The erotic nature of many Art Nouveau works was a common feature seen in the small-scale decorative arts and jewellery, furniture, paintings and printed material of the time. Mysticism and dream worlds, fantasy and folktales were portrayed by symbolist painters and interpreted on tapestries by Otto Eckmann in Germany, and Gerhard Munthe and Frida Hansen in Scandinavia. Women were visions of either purity or temptation. In the poster art pioneered by Jules Cheret, they were carefree and fun-loving.
Regarded by many as the embodiment of art nouveau, Loïe Fuller (1862-1928) made her debut in Paris on the stage of the Folies Bergère in 1892. An early free dance practitioner, she developed a series of routines that whirled around the stage to the music of Debussy, Chopin and Schubert, with revolutionary lighting and effects. Sarah Bernhardt (1844-1923) was another Art Nouveau icon. A French stage and film actress whose personal life was every bit as dramatic as her performing career, Bernhardt travelled and performed worldwide. She contracted Alphonse Mucha for several years, and commissioned jewellery, dinner services and other artworks from artists such as Lalique. A key figure of the age, she appeared on many advertisements endorsing products.
Alphonse Mucha (1860-1939) was a Czech painter and decorative artist born in southern Moravia, a Slavic province of the Austro-Hungarian Empire. He later moved to Paris to work for the lithographer Champenois. As a versatile designer of wallpapers, textiles, silverware and jewellery, Mucha’s work is instantly recognizable and was widely emulated, particularly after two volumes of his graphic designs were published in 1902. His first commission, a poster for Sarah Bernhardt for her performance in Gismonda in 1894, was the beginning of his success. Like many artists of the period, he was drawn to theosophy and the occult. When he fell from popularity towards 1910, Mucha returned to Prague and dedicated his efforts to the Slav Epic – 20 large paintings depicting Czech and Slavic history.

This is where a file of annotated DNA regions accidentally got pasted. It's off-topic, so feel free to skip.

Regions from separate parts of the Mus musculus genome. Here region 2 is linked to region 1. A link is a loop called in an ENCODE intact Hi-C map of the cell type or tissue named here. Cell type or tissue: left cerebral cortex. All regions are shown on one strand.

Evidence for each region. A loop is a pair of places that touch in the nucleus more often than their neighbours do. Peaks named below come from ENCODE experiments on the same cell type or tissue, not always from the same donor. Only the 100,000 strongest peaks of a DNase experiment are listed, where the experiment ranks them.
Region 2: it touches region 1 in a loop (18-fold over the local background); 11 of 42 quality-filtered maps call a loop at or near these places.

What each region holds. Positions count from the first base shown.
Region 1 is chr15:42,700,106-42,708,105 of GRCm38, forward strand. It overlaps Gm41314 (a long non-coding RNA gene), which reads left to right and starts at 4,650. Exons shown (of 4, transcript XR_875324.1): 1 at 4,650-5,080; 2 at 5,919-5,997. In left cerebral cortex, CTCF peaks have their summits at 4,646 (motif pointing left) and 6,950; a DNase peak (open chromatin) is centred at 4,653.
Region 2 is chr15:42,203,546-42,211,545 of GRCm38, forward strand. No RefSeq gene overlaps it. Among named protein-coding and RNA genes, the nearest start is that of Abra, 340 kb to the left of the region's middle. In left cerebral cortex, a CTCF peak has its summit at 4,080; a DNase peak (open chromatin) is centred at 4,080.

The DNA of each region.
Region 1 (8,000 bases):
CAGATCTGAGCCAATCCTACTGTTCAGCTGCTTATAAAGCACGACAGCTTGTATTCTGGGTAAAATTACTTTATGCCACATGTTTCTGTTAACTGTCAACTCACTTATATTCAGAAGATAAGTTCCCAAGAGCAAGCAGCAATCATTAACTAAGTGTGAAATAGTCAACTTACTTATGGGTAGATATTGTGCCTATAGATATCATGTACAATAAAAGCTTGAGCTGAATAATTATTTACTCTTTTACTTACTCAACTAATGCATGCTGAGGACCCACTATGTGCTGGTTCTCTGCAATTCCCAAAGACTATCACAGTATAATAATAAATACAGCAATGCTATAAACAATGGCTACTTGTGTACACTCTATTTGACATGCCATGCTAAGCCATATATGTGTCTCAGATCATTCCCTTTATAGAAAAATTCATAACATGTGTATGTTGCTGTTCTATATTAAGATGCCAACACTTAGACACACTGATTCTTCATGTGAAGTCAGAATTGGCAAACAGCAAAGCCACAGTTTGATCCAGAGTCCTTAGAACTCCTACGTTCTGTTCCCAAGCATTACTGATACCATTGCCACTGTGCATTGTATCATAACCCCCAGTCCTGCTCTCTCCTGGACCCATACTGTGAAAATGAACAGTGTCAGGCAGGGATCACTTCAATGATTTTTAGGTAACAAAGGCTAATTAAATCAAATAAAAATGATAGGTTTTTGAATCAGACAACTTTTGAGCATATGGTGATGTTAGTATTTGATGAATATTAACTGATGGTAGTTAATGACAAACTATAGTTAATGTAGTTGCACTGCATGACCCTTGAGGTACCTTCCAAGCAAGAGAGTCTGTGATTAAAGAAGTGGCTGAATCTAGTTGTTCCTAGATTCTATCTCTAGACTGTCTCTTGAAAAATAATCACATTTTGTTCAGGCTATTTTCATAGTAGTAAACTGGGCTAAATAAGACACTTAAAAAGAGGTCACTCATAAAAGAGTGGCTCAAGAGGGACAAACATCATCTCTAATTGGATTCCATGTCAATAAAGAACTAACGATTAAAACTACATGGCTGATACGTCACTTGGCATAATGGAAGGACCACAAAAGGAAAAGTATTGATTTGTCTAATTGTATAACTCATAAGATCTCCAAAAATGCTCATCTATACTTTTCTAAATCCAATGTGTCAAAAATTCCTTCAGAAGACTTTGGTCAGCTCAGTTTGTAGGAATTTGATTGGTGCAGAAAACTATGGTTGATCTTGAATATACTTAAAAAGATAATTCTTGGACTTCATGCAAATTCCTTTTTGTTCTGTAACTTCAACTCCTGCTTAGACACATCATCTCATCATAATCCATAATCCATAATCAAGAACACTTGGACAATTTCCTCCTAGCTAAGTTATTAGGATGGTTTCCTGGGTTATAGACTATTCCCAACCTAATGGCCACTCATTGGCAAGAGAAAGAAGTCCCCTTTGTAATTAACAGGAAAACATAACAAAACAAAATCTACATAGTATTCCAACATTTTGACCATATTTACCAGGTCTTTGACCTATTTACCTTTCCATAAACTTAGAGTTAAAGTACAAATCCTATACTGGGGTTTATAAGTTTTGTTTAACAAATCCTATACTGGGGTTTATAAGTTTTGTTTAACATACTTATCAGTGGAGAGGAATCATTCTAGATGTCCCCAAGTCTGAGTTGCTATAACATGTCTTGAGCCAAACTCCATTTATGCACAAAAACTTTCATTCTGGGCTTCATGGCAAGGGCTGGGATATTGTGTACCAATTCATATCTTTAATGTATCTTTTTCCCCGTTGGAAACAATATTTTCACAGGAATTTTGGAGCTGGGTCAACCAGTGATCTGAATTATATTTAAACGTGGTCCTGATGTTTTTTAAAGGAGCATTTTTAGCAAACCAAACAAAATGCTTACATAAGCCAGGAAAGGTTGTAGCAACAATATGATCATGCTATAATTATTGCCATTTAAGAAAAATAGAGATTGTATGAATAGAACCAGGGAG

Symbolism and Folklore
A fascination with the visionary and mystic was shared ground among seemingly disparate artists portraying an inner world. Symbolism had its roots in literature and poetry, and Belgian sculptor and graphic artist Georges Minne (1866-1941) was internationally recognised as one of its leading protagonists by 1895. Although his subdued style seems at odds with the flamboyance of Art Nouveau, it was sold in the shop La Maison Moderne run by his friend Julius Meier-Graefe, the German art dealer and critic who founded the magazine Pan (in Berlin) and Dekorative Kunst (in Paris). Minne was part of a Belgian artistic group in Sint-Martens-Latem.